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The Politicization of Climate Science: Media Consumption, Perceptions of Science and Scientists, and Support for Policy

Cover of Journal of Health CommunicationAbstract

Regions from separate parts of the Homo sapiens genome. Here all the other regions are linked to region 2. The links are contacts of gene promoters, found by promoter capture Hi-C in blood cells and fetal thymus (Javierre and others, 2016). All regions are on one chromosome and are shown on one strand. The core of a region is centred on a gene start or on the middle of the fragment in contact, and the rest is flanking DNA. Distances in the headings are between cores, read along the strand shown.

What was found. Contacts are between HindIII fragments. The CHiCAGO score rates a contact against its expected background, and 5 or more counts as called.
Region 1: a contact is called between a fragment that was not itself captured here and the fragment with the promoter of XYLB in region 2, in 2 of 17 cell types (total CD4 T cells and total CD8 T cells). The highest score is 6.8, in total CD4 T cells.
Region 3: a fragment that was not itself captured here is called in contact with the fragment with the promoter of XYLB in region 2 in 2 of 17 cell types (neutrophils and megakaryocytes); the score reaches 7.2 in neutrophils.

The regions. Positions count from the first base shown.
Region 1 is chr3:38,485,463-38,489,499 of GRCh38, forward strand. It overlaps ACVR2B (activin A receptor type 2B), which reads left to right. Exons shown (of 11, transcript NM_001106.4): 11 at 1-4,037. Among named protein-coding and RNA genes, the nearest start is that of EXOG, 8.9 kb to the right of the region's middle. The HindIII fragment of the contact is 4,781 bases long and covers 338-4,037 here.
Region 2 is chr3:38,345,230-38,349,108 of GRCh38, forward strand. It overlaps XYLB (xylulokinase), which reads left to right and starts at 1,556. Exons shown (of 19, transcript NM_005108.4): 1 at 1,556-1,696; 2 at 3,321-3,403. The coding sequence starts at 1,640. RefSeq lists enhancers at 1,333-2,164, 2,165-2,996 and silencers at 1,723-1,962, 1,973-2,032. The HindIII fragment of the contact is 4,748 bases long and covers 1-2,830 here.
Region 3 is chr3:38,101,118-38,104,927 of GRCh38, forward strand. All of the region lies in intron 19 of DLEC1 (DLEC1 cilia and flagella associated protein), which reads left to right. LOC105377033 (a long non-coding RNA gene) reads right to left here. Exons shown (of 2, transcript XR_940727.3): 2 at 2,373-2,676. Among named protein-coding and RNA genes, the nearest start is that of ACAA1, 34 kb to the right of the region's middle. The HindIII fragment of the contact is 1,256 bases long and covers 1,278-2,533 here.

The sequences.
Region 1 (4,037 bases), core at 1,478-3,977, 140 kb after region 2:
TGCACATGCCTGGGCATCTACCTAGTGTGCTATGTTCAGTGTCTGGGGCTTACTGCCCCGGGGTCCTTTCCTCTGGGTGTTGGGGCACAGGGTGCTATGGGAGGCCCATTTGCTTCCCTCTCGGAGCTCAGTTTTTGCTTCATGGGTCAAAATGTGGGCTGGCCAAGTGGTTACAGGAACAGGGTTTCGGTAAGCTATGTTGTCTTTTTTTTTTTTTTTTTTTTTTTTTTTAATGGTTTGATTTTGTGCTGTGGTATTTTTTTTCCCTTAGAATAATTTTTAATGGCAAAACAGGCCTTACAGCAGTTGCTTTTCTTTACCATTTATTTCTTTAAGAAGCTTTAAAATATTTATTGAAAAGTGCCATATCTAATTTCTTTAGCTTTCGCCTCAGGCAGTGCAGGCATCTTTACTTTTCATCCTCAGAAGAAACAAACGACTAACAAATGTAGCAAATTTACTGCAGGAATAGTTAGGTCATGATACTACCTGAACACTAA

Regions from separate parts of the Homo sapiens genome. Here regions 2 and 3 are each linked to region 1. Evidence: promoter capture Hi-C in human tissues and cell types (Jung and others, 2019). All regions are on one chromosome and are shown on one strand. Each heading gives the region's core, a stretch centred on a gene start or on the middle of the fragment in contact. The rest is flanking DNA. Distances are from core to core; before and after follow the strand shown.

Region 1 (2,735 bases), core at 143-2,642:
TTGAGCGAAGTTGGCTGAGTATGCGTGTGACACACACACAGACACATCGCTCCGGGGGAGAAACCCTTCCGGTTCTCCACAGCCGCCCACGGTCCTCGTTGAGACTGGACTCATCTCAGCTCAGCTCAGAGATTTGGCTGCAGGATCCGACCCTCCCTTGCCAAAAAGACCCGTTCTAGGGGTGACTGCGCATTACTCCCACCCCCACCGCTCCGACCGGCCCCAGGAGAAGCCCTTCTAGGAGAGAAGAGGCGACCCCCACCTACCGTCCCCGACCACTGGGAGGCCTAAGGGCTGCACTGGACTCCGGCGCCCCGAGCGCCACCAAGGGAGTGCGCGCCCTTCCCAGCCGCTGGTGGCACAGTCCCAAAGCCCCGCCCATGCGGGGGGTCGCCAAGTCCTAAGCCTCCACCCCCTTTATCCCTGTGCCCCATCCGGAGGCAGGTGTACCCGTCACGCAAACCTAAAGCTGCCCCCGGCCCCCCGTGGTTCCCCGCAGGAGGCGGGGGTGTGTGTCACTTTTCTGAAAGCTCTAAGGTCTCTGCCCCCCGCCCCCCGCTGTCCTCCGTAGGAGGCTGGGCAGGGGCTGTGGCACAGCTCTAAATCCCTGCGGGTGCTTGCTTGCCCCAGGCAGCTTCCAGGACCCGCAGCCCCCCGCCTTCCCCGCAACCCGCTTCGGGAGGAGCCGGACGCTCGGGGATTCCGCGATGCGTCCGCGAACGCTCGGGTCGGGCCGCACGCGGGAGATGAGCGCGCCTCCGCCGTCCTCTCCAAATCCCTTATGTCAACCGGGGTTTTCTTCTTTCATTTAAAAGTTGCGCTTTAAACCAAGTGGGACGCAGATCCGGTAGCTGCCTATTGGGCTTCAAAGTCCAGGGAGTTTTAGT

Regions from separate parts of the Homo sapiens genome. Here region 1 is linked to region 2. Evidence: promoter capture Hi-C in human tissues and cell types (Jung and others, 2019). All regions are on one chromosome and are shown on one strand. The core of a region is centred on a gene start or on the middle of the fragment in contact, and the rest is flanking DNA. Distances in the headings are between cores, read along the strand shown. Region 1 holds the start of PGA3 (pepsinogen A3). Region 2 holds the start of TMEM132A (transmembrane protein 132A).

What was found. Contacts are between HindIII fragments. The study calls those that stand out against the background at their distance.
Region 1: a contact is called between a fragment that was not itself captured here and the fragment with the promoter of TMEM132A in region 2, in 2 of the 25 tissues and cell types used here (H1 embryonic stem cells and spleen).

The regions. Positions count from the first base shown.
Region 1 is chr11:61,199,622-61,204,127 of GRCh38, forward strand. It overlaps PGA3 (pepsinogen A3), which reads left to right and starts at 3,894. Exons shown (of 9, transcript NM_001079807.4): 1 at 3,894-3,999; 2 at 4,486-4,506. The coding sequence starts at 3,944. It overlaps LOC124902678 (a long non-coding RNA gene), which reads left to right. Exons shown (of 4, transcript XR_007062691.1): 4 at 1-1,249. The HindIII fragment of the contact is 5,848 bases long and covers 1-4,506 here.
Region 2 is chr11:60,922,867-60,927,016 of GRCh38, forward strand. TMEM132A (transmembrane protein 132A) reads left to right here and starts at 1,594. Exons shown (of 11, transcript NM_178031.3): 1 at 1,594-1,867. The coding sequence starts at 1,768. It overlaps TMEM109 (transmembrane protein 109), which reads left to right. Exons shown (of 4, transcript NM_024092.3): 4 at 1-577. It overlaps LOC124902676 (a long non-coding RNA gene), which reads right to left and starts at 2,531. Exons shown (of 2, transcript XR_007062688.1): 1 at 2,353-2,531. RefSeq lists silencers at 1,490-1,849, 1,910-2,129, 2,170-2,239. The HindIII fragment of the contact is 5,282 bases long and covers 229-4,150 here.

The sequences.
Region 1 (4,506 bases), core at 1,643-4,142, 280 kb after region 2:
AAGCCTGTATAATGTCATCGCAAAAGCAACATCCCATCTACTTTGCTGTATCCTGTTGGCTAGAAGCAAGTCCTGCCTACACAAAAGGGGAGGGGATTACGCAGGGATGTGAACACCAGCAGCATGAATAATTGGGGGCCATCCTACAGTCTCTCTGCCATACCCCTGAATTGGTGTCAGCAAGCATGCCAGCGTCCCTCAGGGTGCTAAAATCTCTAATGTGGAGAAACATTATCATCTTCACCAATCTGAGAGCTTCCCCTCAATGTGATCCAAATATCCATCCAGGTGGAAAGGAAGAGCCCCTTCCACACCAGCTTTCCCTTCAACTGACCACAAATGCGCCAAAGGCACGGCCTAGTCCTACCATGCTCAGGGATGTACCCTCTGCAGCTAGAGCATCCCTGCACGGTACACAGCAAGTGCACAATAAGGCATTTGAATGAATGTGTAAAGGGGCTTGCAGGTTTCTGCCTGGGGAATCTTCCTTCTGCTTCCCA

Differential media treatment of climate change, including conservative media’s tendency to reject the anthropogenic climate change scientific consensus, has reinforced polarized perceptions of climate change. Studies have found differences in coverage patterns and in perceptions among those relying more heavily on conservative rather than liberal or moderate media. This scholarship has been limited by narrow measurements of media exposure, climate-related outcomes, and the mechanism of effects. We analyzed nationally representative US data (N = 1,181) using measures that included not only reported use of mainstream print, cable, and social media captured in past research, but also science programming, as well as far-right, alternative-health, and Christian media. On average, participants relied more heavily on centrist and liberal media, followed by Fox News and social media. The results corroborate findings associating exposure to centrist media with pro-climate attitudes, and conservative media, including Fox News with the opposite views. Use of far-right outlets was associated with the lowest levels of belief in anthropogenic climate change, perceptions of personal threat, and support for climate-friendly policy. Reliance on science media was associated with pro-climate views. Most associations were mediated via perceptions of science and scientists (using the Factors Associated with Self-Presentation of Science, FASS scale).